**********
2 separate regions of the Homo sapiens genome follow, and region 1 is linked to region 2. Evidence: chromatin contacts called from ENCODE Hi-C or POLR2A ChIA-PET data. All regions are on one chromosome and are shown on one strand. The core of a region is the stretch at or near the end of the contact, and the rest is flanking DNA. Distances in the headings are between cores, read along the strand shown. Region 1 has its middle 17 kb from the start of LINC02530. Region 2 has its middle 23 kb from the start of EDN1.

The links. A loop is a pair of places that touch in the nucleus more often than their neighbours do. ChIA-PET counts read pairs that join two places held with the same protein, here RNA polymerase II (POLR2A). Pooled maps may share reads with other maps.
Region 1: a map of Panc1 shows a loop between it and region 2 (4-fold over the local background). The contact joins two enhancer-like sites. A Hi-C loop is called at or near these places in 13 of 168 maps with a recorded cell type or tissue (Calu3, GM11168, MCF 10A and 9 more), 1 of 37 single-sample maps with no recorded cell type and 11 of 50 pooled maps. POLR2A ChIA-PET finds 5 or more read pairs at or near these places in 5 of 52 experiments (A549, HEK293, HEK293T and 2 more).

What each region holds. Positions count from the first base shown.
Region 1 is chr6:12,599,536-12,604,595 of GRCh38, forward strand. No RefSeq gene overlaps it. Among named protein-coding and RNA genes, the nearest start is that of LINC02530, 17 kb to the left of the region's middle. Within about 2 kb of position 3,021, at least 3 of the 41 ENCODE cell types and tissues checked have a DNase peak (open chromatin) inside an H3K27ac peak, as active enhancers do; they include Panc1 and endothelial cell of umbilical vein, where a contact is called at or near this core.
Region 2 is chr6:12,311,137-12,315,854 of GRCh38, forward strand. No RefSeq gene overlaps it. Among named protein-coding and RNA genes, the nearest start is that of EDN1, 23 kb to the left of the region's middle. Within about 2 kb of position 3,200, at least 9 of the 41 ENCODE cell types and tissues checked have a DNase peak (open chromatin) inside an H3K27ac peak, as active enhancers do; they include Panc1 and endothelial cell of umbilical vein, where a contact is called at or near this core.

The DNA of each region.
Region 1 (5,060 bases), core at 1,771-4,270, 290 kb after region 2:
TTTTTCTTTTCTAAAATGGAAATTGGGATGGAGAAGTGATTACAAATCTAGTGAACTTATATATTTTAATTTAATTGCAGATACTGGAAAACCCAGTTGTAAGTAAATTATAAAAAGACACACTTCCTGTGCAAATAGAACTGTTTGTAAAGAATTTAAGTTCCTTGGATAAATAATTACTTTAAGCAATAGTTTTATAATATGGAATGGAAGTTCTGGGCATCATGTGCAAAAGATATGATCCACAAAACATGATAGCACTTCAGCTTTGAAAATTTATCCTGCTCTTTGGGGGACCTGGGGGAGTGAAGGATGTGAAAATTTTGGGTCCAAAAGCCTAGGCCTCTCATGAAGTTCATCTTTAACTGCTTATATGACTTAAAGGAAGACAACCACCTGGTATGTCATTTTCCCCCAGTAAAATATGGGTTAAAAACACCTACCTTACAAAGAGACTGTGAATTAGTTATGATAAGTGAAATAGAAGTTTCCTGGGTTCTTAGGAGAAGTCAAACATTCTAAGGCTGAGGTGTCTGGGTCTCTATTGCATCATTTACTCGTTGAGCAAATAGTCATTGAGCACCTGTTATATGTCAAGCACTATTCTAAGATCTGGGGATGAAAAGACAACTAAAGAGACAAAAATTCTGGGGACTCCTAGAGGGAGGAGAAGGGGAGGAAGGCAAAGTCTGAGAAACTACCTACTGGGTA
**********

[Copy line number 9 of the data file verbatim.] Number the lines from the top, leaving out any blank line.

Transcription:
TTTTTCTTTTCTAAAATGGAAATTGGGATGGAGAAGTGATTACAAATCTAGTGAACTTATATATTTTAATTTAATTGCAGATACTGGAAAACCCAGTTGTAAGTAAATTATAAAAAGACACACTTCCTGTGCAAATAGAACTGTTTGTAAAGAATTTAAGTTCCTTGGATAAATAATTACTTTAAGCAATAGTTTTATAATATGGAATGGAAGTTCTGGGCATCATGTGCAAAAGATATGATCCACAAAACATGATAGCACTTCAGCTTTGAAAATTTATCCTGCTCTTTGGGGGACCTGGGGGAGTGAAGGATGTGAAAATTTTGGGTCCAAAAGCCTAGGCCTCTCATGAAGTTCATCTTTAACTGCTTATATGACTTAAAGGAAGACAACCACCTGGTATGTCATTTTCCCCCAGTAAAATATGGGTTAAAAACACCTACCTTACAAAGAGACTGTGAATTAGTTATGATAAGTGAAATAGAAGTTTCCTGGGTTCTTAGGAGAAGTCAAACATTCTAAGGCTGAGGTGTCTGGGTCTCTATTGCATCATTTACTCGTTGAGCAAATAGTCATTGAGCACCTGTTATATGTCAAGCACTATTCTAAGATCTGGGGATGAAAAGACAACTAAAGAGACAAAAATTCTGGGGACTCCTAGAGGGAGGAGAAGGGGAGGAAGGCAAAGTCTGAGAAACTACCTACTGGGTA